St Declan founded one of the earliest Irish ecclesiastical sites at Ardmore in the 5th century and a short distance away, on the eastern side of the hill, he established a small hermitage for contemplation and reflection. All that remains of the original site today is St Declan’s Well and a much later 13th century church. The church, also named after the saint, stands on the edge of a cliff overlooking the sea with beautiful views to the east. Although this is a site of popular pilgrimage this custom did not come about until the 18th century. A pilgrim route named St Declan’s Way begins here and ends in Cashel in Tipperary. This remarkable route, 56 miles in length, crosses the Knockmealdown Mountains by way of a mountain pass at a height of 1,762 foot. The Life of St Declan, a 12th century version being the earliest know copy, tells how St Declan spent half his time at the monastery and half his time alone and in prayer at Temple Dysert, unlike many of the other Irish Hermits known for their austerity St Declan is painted in a different light, happy to break from prayer and welcome those who came seeking help.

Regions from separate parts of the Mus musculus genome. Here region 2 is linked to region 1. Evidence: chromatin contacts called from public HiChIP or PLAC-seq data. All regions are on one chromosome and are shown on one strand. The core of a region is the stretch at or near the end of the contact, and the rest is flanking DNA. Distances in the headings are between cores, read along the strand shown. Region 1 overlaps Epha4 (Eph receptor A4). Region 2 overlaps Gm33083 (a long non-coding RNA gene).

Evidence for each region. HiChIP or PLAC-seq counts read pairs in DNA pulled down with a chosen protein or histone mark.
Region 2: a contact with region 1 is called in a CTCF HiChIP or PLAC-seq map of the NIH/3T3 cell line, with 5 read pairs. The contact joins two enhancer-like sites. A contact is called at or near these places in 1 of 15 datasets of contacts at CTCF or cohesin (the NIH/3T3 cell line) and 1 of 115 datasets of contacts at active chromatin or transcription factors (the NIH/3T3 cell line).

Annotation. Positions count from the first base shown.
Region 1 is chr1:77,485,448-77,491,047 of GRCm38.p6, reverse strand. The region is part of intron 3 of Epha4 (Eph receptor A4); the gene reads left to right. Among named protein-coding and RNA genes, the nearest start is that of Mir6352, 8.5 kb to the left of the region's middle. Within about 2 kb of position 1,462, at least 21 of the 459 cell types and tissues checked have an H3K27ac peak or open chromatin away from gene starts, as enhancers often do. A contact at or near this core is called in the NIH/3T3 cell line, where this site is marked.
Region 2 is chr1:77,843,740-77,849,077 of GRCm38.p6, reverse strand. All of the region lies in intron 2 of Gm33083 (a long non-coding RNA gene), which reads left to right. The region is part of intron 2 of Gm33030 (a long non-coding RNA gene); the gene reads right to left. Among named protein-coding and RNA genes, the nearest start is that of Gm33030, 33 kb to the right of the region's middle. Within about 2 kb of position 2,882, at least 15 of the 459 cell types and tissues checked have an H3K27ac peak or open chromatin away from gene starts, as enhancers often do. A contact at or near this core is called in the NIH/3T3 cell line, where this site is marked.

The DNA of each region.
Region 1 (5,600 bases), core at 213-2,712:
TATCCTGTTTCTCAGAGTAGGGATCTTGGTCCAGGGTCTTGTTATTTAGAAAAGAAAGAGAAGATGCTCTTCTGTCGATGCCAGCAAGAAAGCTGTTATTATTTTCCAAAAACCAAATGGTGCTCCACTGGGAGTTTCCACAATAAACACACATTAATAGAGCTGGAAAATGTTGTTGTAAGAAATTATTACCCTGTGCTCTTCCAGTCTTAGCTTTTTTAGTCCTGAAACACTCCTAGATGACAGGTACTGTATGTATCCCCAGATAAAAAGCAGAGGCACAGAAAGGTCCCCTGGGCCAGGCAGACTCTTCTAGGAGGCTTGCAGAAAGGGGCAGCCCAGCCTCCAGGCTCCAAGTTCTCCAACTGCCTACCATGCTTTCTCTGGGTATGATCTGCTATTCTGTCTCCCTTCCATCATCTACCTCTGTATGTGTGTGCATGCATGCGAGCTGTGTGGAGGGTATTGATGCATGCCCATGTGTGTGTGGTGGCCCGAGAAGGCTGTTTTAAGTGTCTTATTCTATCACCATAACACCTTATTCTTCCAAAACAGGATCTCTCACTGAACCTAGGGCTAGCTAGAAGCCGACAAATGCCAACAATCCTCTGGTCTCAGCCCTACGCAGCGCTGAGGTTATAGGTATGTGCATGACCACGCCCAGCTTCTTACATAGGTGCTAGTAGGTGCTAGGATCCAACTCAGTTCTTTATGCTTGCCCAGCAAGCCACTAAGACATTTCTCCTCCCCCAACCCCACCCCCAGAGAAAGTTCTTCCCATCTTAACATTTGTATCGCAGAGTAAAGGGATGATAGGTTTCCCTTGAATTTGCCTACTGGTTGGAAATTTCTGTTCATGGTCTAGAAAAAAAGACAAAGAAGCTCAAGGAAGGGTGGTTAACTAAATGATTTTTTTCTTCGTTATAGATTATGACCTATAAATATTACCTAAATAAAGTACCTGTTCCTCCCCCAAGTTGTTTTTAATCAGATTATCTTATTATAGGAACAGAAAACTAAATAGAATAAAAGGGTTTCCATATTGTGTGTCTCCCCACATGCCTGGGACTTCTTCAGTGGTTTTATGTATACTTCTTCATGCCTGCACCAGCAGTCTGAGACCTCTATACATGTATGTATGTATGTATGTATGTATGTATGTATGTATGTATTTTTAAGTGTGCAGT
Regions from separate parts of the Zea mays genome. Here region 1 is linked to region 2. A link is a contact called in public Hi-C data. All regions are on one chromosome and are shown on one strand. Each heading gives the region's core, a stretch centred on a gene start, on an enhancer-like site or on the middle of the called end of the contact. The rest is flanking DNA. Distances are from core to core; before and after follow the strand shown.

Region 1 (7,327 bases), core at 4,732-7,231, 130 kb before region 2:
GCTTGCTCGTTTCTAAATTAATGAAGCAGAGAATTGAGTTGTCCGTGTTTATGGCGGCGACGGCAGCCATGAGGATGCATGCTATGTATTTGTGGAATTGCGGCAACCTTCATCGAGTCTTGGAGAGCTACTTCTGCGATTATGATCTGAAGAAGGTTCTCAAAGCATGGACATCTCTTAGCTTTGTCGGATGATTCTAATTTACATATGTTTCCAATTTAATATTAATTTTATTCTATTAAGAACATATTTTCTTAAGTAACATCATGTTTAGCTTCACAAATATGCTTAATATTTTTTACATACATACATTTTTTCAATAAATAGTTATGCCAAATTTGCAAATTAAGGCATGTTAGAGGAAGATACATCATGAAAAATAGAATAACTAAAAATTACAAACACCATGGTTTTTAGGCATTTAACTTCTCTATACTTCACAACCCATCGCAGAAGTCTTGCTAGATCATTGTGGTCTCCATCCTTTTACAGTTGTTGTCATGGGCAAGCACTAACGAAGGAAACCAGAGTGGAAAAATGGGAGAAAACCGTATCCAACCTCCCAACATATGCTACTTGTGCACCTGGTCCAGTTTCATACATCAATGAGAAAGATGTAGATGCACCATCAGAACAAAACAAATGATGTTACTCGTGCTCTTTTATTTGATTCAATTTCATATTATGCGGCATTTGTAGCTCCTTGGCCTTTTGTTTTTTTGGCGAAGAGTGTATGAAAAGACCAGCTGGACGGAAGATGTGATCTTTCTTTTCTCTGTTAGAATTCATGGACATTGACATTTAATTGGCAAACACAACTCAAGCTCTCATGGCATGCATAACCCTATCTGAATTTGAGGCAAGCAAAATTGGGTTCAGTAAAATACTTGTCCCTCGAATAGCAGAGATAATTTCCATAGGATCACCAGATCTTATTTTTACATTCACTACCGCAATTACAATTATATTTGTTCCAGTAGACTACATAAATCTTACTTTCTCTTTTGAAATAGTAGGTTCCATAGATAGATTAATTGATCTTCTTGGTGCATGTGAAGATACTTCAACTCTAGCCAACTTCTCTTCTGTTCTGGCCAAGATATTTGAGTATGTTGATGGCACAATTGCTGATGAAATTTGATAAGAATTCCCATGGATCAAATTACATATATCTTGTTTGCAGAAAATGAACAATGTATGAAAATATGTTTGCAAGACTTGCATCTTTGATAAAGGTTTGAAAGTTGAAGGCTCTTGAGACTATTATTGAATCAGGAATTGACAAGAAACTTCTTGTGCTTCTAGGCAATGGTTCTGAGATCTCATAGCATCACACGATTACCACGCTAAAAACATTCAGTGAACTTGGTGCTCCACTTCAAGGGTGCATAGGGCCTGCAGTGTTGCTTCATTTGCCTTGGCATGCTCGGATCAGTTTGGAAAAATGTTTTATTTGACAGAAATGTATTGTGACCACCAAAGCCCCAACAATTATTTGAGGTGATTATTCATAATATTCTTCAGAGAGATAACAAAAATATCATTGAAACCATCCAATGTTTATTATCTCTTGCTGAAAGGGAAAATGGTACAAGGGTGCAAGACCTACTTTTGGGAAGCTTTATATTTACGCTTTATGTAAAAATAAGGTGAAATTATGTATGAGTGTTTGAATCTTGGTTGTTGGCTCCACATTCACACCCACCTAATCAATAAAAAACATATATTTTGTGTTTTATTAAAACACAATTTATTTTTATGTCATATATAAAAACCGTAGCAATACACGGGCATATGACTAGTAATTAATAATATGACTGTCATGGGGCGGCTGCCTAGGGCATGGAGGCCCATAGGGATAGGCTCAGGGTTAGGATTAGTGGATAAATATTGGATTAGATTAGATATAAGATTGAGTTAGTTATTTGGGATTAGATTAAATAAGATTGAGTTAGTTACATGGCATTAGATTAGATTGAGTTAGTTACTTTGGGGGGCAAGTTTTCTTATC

A surprisingly casual but breathtaking 5km cliff walk brings you from Temple Dysert to Ardmore Cathedral and Round Tower and I’d thoroughly recommend following that route.
GPS: 51.94802, -7.7123